I remember the first night after we’d brought Samuel back from the hospital. Brand new baby. As any new parent will tell you, once the hospital transporter helps everyone into the car, you strap the baby into the car seat for the first time—the one that your Aunt Carol, it’s both terrifying and exhilarating.
They tell you that having kids changes everything—and you just sort of nod your head, but inside you’re thinking to yourself, “They’re little. How bad could it be? I mean, we’ve had puppies before—kind of the same principal.”
That first night back home in August 1997 was a picture of what fresh hell I was about to endure. The temperature was in the nineties when the thunderstorm broke out—the thunderstorm that produced the lightning that struck our air conditioning unit. Between the heat and the humidity and a house full of guests, it felt like we were on jungle maneuvers in Laos.
But we gave the boy a bath in the sink, washed his hair—and he went right to sleep . . . until about 1:00 in the morning. He woke up screaming, and kept those unholy shenanigans up for about four hours, until I finally said to Susan, “What are we going to do?”
She, as frazzled as me, said, “They said something about gas and simethicone drops.”
I latched onto that little bit of information like grim death. “Would they have those at Walmart?”
“I guess so.”
“Walmart’s open 24 hours a day. I’ll be back in a bit.” And with that, I was off. A job to do that I felt competent at . . . and a brief reprieve from the crying.
Over the next couple of months, we found out what colic was. Middle of the night, and I’d be out driving the boy all over southeastern Kentucky, northeastern Tennessee, and southwestern Virginia, because that was the one thing that was guaranteed to put him to sleep.
Now, if you’d told me that something that weighed less than 7 pounds, that was completely helpless, and sounded like a sick cat when he cried—could completely disrupt my life, and get me out of my bed at 5:00 in the morning to go to Walmart (of all places), or burn up the most desolate hollers in Appalachia, I’d have told you were crazy. But there you go.
Turns out . . . though they’re tiny, it’s not the same as puppies.
Yeah, don’t let ‘em fool ya. They tell you that good things come in small packages. But the atoms they bust apart in a nuclear explosion are small too . . . so.
And that’s been the traditional take on the parable of the mustard seed. Small thing produces big return. That is to say, the kingdom of God is supposed to have started out small, and then grew in an amazing way that nobody could ever have foreseen just by looking at the size of the seed. So big, in fact, that eventually it provided shade for the birds. Small to big. Easy peasy.
But I don’t think that takes Jesus’ radicalness seriously enough. When he starts the parable by naming the kingdom of heaven—which is actually not a reference to the sweet bye and bye, but merely Matthew’s way of saying “the kingdom of God”—sort of like saying “The White House released a statement today,” is generally understood to mean, “The president and her or his staff released a statement today.”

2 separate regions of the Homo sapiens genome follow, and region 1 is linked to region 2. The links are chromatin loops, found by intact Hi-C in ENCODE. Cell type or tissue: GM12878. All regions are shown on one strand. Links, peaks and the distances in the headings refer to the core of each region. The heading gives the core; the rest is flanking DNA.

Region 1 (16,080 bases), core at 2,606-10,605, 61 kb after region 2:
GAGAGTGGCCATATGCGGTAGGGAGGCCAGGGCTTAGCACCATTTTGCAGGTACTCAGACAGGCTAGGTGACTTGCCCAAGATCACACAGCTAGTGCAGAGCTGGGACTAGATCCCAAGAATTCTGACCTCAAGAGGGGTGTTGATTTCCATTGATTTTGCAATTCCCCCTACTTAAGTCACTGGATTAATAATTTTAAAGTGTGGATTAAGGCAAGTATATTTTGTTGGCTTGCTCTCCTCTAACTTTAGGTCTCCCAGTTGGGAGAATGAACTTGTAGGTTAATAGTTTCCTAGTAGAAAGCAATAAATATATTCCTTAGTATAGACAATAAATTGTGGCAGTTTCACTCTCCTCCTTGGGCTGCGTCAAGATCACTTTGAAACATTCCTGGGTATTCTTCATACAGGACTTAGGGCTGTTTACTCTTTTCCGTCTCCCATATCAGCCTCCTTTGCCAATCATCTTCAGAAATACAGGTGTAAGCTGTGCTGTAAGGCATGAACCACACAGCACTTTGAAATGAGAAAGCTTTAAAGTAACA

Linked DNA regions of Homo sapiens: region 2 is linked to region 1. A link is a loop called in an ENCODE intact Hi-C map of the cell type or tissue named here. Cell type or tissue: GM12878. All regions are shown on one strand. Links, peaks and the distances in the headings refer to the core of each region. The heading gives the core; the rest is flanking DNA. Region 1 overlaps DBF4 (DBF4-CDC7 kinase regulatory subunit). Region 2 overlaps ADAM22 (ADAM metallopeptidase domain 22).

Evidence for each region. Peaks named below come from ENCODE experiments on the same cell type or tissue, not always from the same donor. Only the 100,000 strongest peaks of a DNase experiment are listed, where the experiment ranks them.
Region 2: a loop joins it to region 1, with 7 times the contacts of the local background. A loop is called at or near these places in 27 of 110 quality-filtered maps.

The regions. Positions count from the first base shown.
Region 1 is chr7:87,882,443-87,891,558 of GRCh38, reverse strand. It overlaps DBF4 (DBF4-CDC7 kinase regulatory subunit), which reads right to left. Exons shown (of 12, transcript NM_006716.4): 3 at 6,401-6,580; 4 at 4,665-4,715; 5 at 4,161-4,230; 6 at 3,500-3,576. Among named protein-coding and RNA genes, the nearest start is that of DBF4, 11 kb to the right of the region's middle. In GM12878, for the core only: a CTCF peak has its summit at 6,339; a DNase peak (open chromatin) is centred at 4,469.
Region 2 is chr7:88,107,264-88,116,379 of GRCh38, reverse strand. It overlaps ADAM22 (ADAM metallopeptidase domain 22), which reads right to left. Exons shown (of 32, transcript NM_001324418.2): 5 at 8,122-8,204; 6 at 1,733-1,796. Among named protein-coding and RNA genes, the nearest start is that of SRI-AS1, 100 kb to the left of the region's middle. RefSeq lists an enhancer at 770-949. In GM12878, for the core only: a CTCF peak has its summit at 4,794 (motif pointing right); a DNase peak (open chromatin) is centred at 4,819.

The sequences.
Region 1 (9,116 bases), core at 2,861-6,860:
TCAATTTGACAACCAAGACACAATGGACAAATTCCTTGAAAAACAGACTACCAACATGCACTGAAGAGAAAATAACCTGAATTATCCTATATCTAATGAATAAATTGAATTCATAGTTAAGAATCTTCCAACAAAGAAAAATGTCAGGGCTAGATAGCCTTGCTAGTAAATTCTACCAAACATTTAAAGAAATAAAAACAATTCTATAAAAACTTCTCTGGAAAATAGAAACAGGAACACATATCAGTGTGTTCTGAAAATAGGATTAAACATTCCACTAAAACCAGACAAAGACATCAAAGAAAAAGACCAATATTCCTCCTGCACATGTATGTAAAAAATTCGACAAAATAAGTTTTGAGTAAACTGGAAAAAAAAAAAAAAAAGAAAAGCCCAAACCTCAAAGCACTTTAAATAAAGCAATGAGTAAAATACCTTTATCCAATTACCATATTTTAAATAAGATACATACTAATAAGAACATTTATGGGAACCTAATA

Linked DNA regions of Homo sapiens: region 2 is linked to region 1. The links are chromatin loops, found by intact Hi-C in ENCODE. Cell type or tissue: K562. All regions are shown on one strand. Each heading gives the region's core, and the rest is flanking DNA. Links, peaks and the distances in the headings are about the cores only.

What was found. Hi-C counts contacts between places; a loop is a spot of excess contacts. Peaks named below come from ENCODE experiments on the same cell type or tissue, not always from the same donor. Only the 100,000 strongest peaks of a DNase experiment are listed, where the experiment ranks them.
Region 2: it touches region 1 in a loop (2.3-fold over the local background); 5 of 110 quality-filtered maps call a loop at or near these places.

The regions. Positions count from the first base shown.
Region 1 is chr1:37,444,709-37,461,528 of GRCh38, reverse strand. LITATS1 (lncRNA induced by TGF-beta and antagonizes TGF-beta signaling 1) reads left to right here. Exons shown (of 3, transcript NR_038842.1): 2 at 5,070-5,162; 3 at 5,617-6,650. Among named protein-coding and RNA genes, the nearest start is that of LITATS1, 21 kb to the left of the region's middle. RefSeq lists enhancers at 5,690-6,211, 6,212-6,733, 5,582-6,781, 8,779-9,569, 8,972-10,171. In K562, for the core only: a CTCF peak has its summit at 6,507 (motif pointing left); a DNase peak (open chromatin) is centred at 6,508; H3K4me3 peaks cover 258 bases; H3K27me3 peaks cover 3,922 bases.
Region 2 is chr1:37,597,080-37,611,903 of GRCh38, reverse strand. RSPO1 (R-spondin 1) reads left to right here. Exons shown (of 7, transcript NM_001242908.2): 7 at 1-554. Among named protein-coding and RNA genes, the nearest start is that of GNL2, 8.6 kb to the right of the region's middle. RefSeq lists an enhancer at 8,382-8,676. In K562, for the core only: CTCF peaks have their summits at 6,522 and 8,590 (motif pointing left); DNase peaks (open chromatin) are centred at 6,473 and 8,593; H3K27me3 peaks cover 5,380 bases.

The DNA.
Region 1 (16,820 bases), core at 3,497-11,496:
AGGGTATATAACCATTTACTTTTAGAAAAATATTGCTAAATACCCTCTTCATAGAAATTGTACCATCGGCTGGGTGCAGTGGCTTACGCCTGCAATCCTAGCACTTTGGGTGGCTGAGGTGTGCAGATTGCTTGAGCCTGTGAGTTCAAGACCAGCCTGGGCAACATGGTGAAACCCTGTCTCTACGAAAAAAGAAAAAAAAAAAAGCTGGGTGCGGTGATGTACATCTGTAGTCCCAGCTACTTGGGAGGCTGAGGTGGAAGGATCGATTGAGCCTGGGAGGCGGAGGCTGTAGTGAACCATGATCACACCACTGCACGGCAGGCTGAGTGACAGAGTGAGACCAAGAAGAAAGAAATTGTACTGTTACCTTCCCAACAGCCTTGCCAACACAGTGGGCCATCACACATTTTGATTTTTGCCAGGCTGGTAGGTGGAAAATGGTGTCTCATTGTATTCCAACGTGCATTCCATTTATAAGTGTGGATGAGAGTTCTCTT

No. When Jesus mentions the kingdom of God, he’s not talking about some purely spiritual realm after we die. When Jesus says “kingdom of God,” he’s got some political fish to fry.
Now, I know there’s a general belief that Jesus wasn’t political. It’s a popular belief, but it’s a misreading of the Gospels.
Here’s the thing: Any time Jesus says “kingdom” (which is political) “of God” or “of heaven” (which is religious), he’s mixing politics and religion in ways that can’t be unmixed—like the four different colors of Play-doh the kids originally had . . . that by the end of the day are one indistinguishable lump of purple with yellow streaks.
Now, you might be tempted to think that I’m playing some sort of rhetorical sleight of hand—that, yes, Jesus says “kingdom of God,” but that that’s merely a spiritual term, having nothing to do with earthly politics. Maybe I’m playing fast and loose with language to advance my own political agenda.
But the problem that the over-spiritualizing of Jesus always has to contend with is pretty straightforward: He was crucified.
At this point, you might be tempted to ask, “So what? He was crucified? What difference does that make?”
In the Roman Empire, crucifixion was a form of capital punishment reserved for political insurrectionists. Even the traditional two thieves between whom Jesus is crucified are not ordinary Oceans 11 kind of thieves—they were lestai, which is elsewhere translated as revolutionary. Barabbas, the political prisoner whose life the crowd preferred saved over Jesus, for example, was described as lestai.
Jesus posed a threat to Roman rule. They crucified him for his politics—a chief reason for which was his insistence on proclaiming the coming of a new kingdom, a kingdom ruled by God’s rules and not by Caesar’s. If Jesus’ use of the kingdom of God (among other things) was merely a reference to some future celestial home, he probably would have died of old age—but certainly not by crucifixion.
Please understand, I’m not saying Jesus didn’t have a stake in spirituality; only that his spirituality had dirty hands and a sweaty brow from living among oppressed peasants.
Ok, back to our text. Jesus introduces the parable by saying that the kingdom of God is like a mustard seed, which, as I’ve noted, has traditionally been interpreted as an allegory about how a small seed can become a big, beautiful tree, providing shade for the birds. But as I’ve also noted, I think such an interpretation is too safe, too domesticated—turning Jesus into a kindly Palestinian version of Aesop, telling morally edifying fables to help the kiddies grow up to be productive citizens. And as I’ve suggested, the Romans didn’t kill potential messiahs for being too spiritual, but for being too politically dangerous.